I'll admit it - I have a love/hate relationship with MS Project. It's a powerful tool, no doubt - and something of an industry standard. And everytime I get frustrated with it, I always find myself trying to create a three-dimensional spreadsheet that would replicate what MSP does (track tasks, durations, work effort, dependencies, etc.). And my clients expect me to produce a project plan (which they hardly ever look at), so I gotta do it.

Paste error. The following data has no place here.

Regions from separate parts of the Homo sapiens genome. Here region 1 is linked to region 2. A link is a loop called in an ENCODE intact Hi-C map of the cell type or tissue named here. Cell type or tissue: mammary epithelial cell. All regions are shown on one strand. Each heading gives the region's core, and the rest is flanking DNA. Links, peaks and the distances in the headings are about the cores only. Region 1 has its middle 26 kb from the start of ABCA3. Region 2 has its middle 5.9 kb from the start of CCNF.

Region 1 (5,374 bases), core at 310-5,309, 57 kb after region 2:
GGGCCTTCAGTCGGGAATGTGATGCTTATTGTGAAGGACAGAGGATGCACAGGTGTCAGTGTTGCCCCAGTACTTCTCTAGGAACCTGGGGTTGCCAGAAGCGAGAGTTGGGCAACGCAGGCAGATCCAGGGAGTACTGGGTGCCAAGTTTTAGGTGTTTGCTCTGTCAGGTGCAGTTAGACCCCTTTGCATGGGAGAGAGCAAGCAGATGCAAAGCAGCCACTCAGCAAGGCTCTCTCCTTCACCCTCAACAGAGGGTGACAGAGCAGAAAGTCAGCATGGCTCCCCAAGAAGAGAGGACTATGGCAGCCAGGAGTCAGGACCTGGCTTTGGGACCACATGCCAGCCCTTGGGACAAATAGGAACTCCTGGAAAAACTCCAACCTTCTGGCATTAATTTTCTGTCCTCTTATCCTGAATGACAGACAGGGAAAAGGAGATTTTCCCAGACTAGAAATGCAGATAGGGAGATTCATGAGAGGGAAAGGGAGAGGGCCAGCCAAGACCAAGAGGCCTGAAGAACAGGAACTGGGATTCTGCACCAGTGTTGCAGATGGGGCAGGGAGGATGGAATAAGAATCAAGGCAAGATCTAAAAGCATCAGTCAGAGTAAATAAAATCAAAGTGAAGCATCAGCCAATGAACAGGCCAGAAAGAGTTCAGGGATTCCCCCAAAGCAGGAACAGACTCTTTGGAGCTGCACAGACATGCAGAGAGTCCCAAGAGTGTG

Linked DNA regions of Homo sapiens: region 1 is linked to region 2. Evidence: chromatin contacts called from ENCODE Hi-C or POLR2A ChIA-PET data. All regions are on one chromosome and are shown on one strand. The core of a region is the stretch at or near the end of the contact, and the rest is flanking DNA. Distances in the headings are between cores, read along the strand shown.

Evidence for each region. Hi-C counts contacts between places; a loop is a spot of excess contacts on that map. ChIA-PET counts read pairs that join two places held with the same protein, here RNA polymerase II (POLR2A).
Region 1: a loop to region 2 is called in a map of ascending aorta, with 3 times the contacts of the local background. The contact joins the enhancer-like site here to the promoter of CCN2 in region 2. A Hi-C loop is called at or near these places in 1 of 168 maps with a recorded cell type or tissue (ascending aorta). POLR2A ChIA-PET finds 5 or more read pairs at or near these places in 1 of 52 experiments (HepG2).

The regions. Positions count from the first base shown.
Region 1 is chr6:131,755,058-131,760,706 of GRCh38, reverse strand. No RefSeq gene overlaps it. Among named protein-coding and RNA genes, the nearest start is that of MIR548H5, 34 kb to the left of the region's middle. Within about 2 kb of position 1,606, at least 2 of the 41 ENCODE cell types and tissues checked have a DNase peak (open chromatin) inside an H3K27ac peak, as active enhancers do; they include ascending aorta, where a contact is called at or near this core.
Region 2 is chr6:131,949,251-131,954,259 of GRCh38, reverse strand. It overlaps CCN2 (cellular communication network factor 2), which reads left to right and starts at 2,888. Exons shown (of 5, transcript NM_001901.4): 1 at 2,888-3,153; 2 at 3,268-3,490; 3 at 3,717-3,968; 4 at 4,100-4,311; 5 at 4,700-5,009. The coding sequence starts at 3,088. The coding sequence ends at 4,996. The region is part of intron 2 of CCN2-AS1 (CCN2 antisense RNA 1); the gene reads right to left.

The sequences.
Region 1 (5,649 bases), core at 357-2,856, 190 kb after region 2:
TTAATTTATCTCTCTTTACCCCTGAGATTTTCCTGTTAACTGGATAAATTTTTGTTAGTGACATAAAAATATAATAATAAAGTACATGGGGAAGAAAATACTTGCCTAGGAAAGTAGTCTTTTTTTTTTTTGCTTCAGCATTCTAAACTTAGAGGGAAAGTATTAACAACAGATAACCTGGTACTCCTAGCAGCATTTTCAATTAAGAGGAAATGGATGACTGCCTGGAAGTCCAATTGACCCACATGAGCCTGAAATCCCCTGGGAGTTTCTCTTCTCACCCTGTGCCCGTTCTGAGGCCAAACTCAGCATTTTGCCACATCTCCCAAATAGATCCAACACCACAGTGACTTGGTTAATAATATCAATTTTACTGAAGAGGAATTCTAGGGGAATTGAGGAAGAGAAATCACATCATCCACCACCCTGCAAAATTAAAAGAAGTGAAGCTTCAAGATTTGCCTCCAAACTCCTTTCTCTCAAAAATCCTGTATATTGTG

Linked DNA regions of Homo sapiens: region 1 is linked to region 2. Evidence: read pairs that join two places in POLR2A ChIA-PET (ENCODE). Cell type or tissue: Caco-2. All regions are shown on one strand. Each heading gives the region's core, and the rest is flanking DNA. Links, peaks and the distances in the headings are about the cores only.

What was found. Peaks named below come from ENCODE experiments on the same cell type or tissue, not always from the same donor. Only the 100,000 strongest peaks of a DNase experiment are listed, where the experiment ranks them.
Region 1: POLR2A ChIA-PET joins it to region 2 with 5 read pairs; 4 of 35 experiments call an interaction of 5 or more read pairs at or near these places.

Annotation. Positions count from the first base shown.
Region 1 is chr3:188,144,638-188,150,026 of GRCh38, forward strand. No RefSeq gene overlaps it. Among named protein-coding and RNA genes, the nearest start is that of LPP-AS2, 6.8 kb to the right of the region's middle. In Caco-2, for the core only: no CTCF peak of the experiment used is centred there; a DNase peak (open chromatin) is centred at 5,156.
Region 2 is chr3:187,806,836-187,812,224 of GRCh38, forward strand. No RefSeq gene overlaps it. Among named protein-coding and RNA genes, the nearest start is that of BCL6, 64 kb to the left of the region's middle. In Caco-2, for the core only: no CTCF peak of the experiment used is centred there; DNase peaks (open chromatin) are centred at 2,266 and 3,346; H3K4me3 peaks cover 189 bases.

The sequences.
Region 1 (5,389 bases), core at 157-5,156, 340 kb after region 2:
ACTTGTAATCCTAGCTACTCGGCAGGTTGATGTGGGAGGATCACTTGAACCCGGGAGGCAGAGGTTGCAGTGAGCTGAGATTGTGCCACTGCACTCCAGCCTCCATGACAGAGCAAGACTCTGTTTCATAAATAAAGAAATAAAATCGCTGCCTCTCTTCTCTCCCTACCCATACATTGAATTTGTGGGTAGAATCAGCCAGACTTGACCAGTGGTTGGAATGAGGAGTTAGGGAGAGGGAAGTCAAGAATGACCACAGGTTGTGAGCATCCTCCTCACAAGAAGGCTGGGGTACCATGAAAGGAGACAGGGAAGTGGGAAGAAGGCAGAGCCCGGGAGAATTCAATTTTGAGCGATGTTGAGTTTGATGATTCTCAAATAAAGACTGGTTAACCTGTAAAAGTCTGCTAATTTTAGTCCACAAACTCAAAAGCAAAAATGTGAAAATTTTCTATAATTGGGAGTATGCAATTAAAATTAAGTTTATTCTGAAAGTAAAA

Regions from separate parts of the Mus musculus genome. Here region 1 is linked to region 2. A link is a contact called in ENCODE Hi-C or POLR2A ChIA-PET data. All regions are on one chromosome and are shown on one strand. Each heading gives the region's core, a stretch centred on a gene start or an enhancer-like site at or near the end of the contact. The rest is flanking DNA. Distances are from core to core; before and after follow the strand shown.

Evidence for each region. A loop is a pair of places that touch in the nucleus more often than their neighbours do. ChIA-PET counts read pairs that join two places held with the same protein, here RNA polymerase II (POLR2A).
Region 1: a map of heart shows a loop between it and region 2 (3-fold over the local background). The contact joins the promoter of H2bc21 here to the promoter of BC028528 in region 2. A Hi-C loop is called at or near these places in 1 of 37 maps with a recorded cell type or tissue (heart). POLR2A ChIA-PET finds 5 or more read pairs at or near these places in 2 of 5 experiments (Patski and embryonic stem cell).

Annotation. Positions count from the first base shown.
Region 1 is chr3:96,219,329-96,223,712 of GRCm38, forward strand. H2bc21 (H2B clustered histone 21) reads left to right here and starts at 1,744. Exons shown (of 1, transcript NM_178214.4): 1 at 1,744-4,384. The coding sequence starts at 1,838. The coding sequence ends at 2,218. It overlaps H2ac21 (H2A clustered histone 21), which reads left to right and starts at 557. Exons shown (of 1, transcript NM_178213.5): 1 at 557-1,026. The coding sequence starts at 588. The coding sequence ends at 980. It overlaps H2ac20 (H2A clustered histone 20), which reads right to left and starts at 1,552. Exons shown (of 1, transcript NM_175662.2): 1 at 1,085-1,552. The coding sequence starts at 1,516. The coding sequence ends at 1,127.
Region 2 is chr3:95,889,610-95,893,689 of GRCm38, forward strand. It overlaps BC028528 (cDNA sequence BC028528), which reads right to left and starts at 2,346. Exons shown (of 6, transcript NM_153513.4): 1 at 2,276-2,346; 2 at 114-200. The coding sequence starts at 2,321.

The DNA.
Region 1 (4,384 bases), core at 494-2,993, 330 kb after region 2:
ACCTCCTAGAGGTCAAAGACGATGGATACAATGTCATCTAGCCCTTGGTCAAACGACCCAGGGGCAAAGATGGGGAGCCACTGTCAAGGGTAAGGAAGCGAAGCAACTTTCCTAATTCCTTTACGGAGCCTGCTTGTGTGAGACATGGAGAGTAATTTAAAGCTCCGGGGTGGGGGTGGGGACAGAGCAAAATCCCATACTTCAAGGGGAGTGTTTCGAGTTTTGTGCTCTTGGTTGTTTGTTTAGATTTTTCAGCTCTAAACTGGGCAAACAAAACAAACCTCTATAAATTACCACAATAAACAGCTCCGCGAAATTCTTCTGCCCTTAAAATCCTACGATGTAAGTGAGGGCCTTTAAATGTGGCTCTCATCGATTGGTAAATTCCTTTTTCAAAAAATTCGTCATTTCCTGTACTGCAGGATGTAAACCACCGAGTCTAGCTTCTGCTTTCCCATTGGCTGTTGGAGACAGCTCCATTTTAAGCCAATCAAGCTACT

The challenge is that MSP is very complicated to use, and if you aren't aware of each setting (including the default settings for new tasks), you can do some serious damage to your project plan/ budget. For example the default setting for tasks is "fixed units". And if all you do is create a plan and leave it alone, you probably won't notice anything. But if you add or subtract resources to/ from a task after the initial creation AND have effort-driven scheduling turned on (another default) it will start changing things on you. The tricky part comes when you want to show people how they're booked on your project - using Resources Assignments - unless you're very careful, it will appear that you've overbooked your resources significantly. This is probably user error (mine), but my advice is to be very careful about how you setup, maintain and share information coming out of MSP.